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I am writing a listener class which creates a single HttpListener on random unused port and listens on it. I tried to make it singleton. However I am finding it difficult to keep that singleton object null when listening to random HTTP port fails 10 times.

(I have shown port number and HttpListener instance as members of singleton instance. However there are many other members that I have not shown for simplicity.) This is my code:

class Listener
{
    private static Listener listener = null;  //singleton instance

    //member variables
    private HttpListener httpListener = null;
    private int port = -1;

    static Listener()
    {
        listener = new Listener();
    } 

    private Listener()
    {
        try
        {
            port = //randomly generate
            httpListener = new HttpListener();
            //start listening
        }   
        catch(Exception ex)
        {
            //cant listen on randomly chosen port
            listener = null;
        httpListener = null;
            port = -1;
            return;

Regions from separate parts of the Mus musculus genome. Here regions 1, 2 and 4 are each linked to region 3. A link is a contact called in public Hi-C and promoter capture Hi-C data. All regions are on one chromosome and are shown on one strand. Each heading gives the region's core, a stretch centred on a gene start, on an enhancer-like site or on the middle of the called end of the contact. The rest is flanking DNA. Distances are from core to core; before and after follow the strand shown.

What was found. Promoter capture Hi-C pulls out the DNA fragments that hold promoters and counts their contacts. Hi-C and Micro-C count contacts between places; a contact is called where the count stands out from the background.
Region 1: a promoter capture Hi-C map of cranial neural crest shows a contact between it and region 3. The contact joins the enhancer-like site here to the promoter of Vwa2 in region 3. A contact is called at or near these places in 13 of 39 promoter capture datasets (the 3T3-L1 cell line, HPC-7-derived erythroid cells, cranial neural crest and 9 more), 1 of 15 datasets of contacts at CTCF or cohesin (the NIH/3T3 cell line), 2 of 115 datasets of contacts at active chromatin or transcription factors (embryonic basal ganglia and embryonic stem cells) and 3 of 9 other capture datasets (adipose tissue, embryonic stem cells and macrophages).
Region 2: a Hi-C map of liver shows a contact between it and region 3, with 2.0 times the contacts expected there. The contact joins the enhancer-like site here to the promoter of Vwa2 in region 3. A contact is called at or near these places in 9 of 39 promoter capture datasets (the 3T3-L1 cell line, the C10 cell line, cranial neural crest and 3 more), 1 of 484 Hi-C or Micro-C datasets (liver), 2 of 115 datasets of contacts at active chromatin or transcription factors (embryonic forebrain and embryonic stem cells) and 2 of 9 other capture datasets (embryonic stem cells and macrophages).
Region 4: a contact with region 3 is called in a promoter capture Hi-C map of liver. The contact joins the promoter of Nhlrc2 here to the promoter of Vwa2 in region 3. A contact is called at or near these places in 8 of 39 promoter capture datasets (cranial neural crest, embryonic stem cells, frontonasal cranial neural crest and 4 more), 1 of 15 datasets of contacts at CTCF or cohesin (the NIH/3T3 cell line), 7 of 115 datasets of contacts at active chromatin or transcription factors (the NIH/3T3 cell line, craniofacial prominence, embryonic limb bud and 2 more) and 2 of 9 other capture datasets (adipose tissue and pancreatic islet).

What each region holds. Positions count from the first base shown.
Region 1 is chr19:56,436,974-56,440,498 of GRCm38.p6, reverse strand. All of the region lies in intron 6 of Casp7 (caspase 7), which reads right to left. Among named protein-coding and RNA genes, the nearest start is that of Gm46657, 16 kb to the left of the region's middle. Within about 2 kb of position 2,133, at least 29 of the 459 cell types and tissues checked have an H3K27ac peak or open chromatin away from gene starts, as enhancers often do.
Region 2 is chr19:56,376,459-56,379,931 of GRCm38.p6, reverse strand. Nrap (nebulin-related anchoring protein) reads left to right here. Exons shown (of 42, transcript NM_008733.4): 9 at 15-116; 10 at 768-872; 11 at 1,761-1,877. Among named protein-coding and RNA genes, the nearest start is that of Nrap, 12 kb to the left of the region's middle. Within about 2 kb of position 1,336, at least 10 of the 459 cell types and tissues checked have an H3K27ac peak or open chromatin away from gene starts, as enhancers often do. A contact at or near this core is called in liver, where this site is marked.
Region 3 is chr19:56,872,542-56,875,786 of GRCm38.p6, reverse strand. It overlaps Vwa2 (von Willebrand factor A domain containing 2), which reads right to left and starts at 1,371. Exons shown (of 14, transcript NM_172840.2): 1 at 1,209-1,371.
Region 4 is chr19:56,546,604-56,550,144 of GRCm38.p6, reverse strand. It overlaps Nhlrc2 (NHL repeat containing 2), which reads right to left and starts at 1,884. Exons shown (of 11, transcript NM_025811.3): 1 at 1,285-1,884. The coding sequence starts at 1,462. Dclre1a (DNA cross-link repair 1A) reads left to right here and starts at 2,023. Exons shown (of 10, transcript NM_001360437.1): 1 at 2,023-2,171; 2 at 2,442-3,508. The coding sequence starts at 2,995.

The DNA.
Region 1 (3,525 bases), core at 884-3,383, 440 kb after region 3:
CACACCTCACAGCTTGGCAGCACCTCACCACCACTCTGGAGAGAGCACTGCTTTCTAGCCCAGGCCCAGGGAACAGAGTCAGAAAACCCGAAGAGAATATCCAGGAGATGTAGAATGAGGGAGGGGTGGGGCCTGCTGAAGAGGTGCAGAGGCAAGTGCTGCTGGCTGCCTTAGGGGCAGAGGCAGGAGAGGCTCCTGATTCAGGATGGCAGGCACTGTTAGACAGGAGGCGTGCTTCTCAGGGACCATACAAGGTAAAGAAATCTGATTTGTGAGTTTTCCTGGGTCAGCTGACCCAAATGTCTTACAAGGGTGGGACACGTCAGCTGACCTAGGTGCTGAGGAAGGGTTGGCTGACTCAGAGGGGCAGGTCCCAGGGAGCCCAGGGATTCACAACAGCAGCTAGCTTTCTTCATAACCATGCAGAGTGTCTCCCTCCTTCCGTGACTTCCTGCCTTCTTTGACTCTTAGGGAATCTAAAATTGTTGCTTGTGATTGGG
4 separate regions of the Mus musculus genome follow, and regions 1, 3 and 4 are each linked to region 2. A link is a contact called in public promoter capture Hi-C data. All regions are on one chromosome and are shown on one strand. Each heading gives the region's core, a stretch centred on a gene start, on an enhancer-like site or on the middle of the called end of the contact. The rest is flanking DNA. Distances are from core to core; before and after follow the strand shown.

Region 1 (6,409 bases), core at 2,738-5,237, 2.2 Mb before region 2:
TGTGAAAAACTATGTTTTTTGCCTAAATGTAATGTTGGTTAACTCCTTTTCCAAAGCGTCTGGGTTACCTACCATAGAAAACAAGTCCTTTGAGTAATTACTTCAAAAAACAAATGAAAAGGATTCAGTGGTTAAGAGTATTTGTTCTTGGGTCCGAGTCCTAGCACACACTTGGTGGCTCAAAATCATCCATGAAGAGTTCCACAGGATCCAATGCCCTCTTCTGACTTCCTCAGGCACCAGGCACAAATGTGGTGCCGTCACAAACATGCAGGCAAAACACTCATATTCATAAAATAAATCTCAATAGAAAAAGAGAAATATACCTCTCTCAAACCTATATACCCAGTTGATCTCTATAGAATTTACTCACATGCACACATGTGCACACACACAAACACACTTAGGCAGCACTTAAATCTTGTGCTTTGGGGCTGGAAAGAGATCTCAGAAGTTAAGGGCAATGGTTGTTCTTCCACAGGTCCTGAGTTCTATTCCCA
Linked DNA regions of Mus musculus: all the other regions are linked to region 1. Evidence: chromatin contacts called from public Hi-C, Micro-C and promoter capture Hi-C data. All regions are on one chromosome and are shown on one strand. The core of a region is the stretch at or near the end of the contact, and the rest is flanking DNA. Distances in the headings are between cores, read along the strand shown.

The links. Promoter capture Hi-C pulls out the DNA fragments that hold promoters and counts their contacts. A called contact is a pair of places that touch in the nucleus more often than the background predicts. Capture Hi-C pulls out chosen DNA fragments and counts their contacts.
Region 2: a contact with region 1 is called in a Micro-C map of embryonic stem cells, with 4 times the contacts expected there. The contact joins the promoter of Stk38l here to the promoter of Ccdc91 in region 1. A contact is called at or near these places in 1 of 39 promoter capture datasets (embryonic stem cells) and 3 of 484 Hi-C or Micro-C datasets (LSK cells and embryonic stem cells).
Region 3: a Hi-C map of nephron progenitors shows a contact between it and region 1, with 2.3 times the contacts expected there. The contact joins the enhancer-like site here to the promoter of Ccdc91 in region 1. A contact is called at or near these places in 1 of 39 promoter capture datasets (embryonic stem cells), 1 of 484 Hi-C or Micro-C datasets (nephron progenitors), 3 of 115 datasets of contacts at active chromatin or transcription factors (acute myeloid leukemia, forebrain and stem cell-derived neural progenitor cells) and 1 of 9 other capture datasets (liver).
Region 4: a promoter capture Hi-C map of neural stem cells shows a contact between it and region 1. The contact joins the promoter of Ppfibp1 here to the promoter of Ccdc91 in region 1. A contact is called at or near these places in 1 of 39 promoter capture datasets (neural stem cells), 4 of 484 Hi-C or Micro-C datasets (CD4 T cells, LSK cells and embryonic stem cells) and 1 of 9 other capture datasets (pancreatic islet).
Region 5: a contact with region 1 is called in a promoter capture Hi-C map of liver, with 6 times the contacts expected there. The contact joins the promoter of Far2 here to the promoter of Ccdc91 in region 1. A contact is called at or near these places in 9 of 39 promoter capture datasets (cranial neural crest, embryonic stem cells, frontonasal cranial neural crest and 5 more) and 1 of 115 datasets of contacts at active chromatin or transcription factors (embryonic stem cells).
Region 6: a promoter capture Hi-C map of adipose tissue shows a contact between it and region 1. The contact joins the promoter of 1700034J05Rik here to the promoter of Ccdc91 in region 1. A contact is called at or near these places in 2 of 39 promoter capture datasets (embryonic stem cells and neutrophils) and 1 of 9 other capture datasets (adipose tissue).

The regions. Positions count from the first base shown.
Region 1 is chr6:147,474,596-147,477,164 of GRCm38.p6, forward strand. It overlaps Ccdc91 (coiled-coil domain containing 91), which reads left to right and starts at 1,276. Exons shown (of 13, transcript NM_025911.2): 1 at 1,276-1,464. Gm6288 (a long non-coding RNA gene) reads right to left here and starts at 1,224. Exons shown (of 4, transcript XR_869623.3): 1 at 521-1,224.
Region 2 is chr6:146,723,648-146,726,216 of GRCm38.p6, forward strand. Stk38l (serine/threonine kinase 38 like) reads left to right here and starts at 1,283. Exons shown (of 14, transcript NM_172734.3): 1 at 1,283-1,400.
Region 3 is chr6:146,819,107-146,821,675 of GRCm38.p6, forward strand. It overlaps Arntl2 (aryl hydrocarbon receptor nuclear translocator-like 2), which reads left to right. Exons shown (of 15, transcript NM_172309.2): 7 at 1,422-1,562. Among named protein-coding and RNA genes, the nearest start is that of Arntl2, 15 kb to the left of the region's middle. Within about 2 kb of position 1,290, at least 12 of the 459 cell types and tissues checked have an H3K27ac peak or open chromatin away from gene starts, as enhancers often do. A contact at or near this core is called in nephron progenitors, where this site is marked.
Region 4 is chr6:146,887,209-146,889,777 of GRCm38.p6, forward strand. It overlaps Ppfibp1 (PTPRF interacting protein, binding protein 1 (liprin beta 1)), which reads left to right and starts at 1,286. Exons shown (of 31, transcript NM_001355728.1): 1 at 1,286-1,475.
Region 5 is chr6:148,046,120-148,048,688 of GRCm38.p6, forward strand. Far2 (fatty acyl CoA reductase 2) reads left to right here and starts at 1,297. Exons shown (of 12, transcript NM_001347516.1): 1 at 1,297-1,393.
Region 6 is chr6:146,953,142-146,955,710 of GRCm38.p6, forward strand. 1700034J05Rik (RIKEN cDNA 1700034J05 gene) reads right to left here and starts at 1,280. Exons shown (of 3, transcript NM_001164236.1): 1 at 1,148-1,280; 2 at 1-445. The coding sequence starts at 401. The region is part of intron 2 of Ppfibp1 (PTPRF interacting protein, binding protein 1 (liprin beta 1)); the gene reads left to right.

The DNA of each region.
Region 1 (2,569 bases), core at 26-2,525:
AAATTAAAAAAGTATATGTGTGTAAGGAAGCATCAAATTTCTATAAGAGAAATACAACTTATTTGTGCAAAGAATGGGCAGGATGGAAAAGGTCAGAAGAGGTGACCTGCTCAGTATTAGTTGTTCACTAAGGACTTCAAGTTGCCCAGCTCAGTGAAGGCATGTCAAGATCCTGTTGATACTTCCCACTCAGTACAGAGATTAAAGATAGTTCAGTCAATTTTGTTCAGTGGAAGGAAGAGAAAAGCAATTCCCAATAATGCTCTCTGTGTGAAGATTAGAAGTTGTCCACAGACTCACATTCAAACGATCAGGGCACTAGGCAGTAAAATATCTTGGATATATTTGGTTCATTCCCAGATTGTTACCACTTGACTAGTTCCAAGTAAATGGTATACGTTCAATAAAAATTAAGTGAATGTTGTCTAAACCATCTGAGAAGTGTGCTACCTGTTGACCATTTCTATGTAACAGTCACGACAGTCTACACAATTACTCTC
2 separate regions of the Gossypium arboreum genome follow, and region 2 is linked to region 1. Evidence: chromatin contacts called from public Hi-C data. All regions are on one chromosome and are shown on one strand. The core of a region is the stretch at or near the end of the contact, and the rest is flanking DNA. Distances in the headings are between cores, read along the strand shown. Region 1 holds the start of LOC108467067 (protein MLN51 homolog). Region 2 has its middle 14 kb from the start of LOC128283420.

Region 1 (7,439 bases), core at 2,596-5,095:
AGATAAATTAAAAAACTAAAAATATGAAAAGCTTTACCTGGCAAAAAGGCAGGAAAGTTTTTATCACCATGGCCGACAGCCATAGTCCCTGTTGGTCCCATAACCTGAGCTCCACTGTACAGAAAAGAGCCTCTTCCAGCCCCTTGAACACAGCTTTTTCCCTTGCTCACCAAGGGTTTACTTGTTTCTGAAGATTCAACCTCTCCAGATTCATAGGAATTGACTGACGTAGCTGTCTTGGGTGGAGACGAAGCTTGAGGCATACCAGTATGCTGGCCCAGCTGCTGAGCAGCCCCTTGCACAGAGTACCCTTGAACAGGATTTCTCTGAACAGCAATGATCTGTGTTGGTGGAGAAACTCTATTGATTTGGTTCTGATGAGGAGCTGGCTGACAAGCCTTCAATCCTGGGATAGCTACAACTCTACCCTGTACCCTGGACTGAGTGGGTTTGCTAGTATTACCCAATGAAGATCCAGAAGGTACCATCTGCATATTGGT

}   
    }
}

However inside catch(), listener = null sets listener to null just for a while. When default constructor returns it returns a new instance of Listener, thus listener inside static constructor always have instance assigned to it. Thus instead of listener = null inside default constructor it should be this = null which is invalid.

Thus I moved the whole code inside static constructor. But that forcesd me to

  • Either make instance members (port and httpListener) static or
  • or use listener.port , listener.httpListener everywhere

    class Listener { private static Listener listener = null; //singleton instance

    //member variables
    private HttpListener httpListener = null;
    private int port = -1;
    
    static Listener()
    {
        listener = new Listener();
    
    try
        {
        listener.port = //randomly generate